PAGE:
Six new species of Chinese dragon millipedes have been discovered in Guangdong and Guangxi Zhuang, China by an international team of scientists from the South China Agricultural University, the Russian Academy of Sciences, and Zoological Research Museum Alexander Koenig in Germany. In the study published online on April 5 in the journal ZooKeys, some of the millipedes are said to be white and semi-transparent and some have unusually long legs and antennae, resembling a stick insect but with more legs.
According to the researchers, dragon millipedes are a genus of millipedes in southeastern Asia known for their spine-like projections that stand as their armour. Moreover, some dragon millipedes are capable of producing toxic hydrogen cyanide to defend themselves against predators. These arthropods usually live on the surface but four of the new species never leave their underground shelter.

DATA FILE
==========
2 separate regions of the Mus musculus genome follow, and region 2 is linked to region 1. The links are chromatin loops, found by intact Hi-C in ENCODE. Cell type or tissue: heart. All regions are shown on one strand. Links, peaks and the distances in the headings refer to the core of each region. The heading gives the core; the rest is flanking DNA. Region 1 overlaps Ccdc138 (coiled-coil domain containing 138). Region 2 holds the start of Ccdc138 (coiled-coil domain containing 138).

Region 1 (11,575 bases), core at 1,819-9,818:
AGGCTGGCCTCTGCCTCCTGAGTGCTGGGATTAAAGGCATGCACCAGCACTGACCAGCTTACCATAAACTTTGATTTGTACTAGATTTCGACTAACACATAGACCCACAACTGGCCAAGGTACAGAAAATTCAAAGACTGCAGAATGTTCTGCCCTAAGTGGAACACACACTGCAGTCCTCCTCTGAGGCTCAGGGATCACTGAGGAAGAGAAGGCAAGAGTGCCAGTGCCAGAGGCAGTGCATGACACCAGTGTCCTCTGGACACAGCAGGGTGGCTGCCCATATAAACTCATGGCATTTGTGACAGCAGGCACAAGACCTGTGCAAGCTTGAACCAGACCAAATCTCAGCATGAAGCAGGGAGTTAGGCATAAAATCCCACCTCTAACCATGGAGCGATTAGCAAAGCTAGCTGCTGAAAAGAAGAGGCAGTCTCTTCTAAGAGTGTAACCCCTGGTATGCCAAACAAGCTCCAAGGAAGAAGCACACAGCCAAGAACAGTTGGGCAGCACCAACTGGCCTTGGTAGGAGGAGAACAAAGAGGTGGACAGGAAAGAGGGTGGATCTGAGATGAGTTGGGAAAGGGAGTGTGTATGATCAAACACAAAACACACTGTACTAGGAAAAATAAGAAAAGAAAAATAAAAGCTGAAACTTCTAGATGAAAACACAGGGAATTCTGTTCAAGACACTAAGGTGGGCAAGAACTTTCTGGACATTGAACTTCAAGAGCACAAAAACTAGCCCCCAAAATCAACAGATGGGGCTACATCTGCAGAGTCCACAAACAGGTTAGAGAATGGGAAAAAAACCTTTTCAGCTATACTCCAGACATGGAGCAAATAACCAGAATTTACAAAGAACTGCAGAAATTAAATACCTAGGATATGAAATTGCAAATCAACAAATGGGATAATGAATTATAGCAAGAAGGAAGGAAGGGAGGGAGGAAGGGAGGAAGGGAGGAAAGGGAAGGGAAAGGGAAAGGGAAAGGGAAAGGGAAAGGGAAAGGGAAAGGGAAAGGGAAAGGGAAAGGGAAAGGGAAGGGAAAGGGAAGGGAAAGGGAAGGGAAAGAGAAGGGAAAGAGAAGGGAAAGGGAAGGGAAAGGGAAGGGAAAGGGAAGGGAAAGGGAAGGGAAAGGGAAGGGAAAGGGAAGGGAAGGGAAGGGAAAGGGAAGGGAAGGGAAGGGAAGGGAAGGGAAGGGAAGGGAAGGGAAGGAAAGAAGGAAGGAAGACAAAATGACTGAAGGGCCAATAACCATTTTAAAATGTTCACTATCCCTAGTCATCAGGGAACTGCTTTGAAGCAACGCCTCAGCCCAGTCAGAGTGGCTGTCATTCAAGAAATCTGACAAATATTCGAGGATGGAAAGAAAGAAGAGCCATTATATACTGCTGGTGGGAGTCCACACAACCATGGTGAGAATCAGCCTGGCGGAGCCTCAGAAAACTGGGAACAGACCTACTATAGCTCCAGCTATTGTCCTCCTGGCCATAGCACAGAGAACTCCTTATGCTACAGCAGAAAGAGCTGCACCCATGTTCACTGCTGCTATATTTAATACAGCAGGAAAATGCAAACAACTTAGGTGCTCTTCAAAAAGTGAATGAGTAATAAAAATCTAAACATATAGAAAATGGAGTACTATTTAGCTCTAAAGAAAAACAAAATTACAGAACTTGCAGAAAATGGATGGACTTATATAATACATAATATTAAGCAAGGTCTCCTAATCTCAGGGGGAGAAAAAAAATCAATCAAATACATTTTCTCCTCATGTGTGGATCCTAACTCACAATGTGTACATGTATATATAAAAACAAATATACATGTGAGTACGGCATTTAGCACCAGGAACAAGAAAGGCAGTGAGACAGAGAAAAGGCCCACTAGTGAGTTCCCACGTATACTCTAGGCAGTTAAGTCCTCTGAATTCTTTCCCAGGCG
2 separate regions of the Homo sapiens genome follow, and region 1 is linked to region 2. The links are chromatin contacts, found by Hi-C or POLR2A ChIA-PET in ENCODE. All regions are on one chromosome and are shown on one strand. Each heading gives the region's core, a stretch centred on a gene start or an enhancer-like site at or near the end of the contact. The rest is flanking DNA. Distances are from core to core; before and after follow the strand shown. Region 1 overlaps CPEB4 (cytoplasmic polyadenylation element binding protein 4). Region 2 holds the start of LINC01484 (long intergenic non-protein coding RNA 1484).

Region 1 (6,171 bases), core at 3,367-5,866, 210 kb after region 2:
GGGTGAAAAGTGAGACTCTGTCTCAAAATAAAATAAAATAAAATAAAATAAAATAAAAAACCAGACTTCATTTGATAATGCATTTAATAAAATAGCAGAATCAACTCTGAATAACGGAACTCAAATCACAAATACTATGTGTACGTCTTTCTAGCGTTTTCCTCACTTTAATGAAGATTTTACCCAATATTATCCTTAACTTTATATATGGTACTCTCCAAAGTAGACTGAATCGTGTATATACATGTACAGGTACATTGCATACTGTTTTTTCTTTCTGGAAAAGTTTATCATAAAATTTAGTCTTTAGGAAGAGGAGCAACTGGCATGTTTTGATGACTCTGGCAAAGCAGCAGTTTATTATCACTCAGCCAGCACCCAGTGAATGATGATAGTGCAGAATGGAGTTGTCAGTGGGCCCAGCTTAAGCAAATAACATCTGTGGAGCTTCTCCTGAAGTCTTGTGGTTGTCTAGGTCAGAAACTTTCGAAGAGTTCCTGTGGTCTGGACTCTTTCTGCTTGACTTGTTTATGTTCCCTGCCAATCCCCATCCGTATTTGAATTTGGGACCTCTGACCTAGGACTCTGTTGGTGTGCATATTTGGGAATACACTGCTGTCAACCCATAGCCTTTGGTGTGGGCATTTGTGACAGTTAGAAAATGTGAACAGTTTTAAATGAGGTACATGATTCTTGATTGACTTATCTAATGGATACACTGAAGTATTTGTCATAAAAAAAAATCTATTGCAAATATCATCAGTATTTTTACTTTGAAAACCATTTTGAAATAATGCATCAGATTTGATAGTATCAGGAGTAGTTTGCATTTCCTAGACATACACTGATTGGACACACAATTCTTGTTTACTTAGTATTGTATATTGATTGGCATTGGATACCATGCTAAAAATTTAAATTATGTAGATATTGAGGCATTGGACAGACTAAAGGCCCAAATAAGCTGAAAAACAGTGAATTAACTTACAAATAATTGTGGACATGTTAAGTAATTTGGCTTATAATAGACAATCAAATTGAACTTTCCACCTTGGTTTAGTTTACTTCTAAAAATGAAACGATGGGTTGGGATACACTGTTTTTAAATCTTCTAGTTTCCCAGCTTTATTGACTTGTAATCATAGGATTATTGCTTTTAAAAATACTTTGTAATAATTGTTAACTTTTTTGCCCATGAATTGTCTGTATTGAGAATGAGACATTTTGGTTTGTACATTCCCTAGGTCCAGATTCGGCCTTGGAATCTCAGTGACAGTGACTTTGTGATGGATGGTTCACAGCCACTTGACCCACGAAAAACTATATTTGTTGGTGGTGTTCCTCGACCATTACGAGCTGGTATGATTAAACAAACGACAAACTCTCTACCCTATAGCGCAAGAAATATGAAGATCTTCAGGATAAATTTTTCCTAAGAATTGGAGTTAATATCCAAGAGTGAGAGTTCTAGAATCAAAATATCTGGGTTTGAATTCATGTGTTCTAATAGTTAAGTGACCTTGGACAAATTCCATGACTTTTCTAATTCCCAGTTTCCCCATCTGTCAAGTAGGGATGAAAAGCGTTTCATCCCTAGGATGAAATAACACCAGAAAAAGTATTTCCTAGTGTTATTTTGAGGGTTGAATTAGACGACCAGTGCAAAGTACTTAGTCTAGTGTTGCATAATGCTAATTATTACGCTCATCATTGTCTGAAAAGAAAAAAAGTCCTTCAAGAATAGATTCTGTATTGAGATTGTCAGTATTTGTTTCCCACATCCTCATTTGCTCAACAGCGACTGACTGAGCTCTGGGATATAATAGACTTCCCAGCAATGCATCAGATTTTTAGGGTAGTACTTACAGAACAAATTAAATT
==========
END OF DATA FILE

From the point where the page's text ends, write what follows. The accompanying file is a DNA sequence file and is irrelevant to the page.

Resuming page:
Some arthropods, such as the millipede discovered in 2007 in Thailand called the shocking pink dragon millipede, are known to have a bright, warning colour. However, the new species do not have this bright colour as a result of adapting to extreme cave conditions that caused it to lose its pigment, turning into a ghost-like white colour and some even turned semi-transparent.
The discovery was made by the study’s co-author Liu Weixin, a Ph.D. candidate at the South China Agricultural University in Guangzhou, China, along with scientists from Germany, lead author Tian Mingyi, Liu’s advisor and Sergei Golovatch, a famous millipede expert from the Russian Academy of Sciences in Moscow.
Liu Weixin has already discovered many millipede species in more than 200 caves in China. The researcher claims that these six new species of dragon millipedes are among her most spectacular discoveries.
Nevertheless, the researchers point out that many species of millipedes remain under-researched. Apparently, many millipede species are still waiting to be discovered. Liu is presently studying another batch of two dozen millipede species also discovered in caves in China.